With page centered the question is: are there violations on the X checked pages? This might be sufficient for some SCs. The question is: is it sufficient for all?

- problem centered
Barriers can be on every single page, on some pages and just one page (probably this page is not a "common" one). There might be violations of SCs on every single page, some pages and just one. Some examples and considerations about this point to explain better what problem centered _could_ mean. Guided by the SCs he/she will check if there are videos (mostly they are easy to find with the website search), he/will check if there are forms and so on and if there are barriers according to the SCs. The check of some SCs could start parallel. With activated HeadingsMap for example a tester sees the heading structure of every visited single page during the whole testing procedure in a parallel window. Another example: If 3.1.1 is violated it will be violated in most cases on every single page. If 1.3.3 is violated the barrier might be on some pages or just one page. Guided by a problem centered evaluation methodology the tester can check typical phrases ("click on the right button",...,...). In a lot of cases he/she can use the website site search or google ("click on the right button" site:www.website.com). Every finding could be a violation of the SC (the tester has to check if so) and could mean that Level A is not met for one page or some or many. What we have to describe and also find out - if we as TF will recommend a problem centered methodology (I think this is also just one example for problem-centered) - are intelligent methods to check every SC on as many of pages as "possible" in an "acceptable" time. Page-centered would mean, that the tester will check 1.3.3 just on X pages. He/she will never know if there is a violation against 1.3.3.

I'm not uncritical at this point. The evaluator needs a lot of experience and he has to document all the findings in a good way. And of course an evaluation methodology like this is more strict than testing X pages.

> So I think if we want to distinguish between the common page or
> page-sample pased approach and something else, this something else
> would be *processes*: a particular sequence of pages, page states and
> user interactions that lead to a definable result. One can focus on
> those, but we should keep in mind that the accessibility of individual
> pages must not be ignored over this. So a problem for any calculation
> of score is how the assessment of processes can be integrated with
> results from page sample checks which in my view won't simply be
> unnecessary - unless you define the use of *any* page alone as a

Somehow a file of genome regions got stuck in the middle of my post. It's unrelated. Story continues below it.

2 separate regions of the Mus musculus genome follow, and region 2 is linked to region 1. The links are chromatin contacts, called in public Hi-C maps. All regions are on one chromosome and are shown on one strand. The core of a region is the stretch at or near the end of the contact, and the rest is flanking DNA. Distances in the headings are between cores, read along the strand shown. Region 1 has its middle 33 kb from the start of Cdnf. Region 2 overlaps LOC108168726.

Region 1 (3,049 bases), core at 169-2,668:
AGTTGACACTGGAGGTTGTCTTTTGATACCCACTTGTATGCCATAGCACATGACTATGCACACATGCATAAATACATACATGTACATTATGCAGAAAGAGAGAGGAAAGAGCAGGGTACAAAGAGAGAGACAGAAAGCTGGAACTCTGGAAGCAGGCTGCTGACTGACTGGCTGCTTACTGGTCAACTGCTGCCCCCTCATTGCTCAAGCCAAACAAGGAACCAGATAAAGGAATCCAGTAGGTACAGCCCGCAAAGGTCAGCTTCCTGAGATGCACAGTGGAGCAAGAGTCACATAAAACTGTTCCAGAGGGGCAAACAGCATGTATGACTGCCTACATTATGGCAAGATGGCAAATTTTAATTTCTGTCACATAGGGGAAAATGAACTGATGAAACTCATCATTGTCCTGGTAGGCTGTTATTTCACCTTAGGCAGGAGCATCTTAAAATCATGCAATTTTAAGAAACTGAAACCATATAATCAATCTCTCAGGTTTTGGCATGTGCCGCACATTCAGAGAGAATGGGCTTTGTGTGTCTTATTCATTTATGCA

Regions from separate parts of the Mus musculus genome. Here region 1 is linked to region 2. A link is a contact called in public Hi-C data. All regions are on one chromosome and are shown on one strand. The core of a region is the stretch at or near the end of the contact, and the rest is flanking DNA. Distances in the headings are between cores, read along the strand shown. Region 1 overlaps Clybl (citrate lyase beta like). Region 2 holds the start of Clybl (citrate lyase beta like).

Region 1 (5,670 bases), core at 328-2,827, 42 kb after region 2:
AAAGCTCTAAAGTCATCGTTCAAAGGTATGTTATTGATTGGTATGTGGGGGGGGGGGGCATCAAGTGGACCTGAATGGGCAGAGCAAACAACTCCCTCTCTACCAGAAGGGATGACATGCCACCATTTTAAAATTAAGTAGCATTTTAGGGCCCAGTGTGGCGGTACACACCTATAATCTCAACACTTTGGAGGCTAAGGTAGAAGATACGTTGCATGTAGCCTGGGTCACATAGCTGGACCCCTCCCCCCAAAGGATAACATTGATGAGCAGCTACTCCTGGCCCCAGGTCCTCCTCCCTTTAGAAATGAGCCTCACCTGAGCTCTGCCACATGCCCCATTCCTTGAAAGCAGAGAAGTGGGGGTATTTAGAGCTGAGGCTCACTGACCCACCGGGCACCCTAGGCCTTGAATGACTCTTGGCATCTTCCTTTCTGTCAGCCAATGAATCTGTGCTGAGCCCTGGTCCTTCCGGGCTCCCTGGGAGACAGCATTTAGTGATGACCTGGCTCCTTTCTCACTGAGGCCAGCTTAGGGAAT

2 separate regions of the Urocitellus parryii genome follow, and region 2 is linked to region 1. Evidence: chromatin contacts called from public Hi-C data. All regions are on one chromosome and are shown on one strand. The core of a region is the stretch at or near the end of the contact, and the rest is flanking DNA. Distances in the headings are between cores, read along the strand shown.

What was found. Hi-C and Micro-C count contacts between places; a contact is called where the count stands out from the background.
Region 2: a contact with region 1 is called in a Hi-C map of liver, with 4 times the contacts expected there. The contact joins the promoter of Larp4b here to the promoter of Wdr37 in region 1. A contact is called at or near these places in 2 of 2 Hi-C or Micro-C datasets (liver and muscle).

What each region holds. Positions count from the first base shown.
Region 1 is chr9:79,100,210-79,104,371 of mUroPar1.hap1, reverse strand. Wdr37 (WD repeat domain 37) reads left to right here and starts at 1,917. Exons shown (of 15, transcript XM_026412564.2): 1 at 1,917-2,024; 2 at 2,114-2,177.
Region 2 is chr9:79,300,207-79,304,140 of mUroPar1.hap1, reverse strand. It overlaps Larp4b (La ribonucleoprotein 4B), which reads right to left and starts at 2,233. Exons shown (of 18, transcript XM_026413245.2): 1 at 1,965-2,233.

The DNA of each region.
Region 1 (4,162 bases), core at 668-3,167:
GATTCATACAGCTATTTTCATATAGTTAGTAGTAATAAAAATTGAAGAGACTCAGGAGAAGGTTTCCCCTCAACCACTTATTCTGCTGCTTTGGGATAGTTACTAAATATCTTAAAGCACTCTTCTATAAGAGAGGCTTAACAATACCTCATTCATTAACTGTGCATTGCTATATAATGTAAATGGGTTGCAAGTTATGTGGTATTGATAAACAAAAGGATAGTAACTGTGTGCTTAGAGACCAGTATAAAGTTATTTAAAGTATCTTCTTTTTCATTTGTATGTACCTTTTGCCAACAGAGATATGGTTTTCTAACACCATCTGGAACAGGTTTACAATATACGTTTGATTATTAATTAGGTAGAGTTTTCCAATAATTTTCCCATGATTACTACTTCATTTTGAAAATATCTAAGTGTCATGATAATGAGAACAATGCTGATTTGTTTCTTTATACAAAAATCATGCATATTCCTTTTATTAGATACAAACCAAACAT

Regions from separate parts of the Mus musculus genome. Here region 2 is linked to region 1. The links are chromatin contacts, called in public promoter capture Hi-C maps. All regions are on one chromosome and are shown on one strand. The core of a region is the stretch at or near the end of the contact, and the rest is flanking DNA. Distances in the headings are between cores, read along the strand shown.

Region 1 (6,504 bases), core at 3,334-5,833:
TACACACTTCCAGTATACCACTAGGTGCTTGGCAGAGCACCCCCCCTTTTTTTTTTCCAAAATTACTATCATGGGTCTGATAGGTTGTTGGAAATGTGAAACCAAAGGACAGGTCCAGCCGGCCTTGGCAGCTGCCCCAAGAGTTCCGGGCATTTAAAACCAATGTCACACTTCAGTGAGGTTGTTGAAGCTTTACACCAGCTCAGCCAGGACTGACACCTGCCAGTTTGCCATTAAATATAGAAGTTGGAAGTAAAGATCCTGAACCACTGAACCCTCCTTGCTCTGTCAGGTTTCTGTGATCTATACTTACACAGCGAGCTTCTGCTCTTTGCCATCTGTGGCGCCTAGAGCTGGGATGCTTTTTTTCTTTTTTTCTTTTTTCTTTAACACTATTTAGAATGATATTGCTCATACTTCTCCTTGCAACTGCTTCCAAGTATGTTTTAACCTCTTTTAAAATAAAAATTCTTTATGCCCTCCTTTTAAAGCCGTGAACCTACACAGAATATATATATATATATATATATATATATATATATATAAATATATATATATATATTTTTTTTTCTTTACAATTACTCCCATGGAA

> process...

"Calculation of score" or binary (pass/fail) is one of the open questions. I would prefer to discuss this separately. Thoughts?

Thinking about different situations:

- website test
- comparative studies
- short reviews
- single pages
- processes

probably we as TF should/could? recommend both evaluation methodologies depending on "what we want to know": A comparative study might be well done with page-centered evaluation methodologies. For the case of the website owner who wants to know if his website reaches Conformance Level A, AA or AAA I'm in doubt if checking X pages will be sufficient - especially in the light of Conformance Level: _met in full_ and _satisfies all the Level A, AA, AAA Criteria_.

> how it (problem-centered) can
> ensure that important barriers are not overlooked?

I think this a general question with a lot of variables: discipline, experience, knowledge about tools. When tester checks the SCs for videos he has to look if there are videos. He/she must have all the relevant SCs in mind (incl. possible keyboard problems), the same with forms. Probably he/she will not start with SC 1.1.1 but with 1.3.1 or first the videos. And for sure there will be SC-sequences which will be more helpful in finding barriers than other sequences. Problem-centered may look in the beginning as if there are just mosaic pieces or as unsystematic ad-hoc testing but after a check the tester has a very good overview. Unless he/she is documenting the findings well the result will be an evaluation report with descriptions of the founded barriers incl. a documentation of the checked pages (incl. the URI) and a statement (Conformance Level).

I hope this is/was helpful for the discussion.

Regards

Kerstin


> -----Ursprüngliche Nachricht-----
> Von: public-wai-evaltf-request@w3.org [mailto:public-wai-evaltf-
> request@w3.org] Im Auftrag von fischer@dias.de
> Gesendet: Montag, 5. September 2011 09:41
> An: public-wai-evaltf@w3.org
> Betreff: Re: AW: Additional Point/Question: problem centered / page
> centered evaluation
>
> Hi EVAL TF,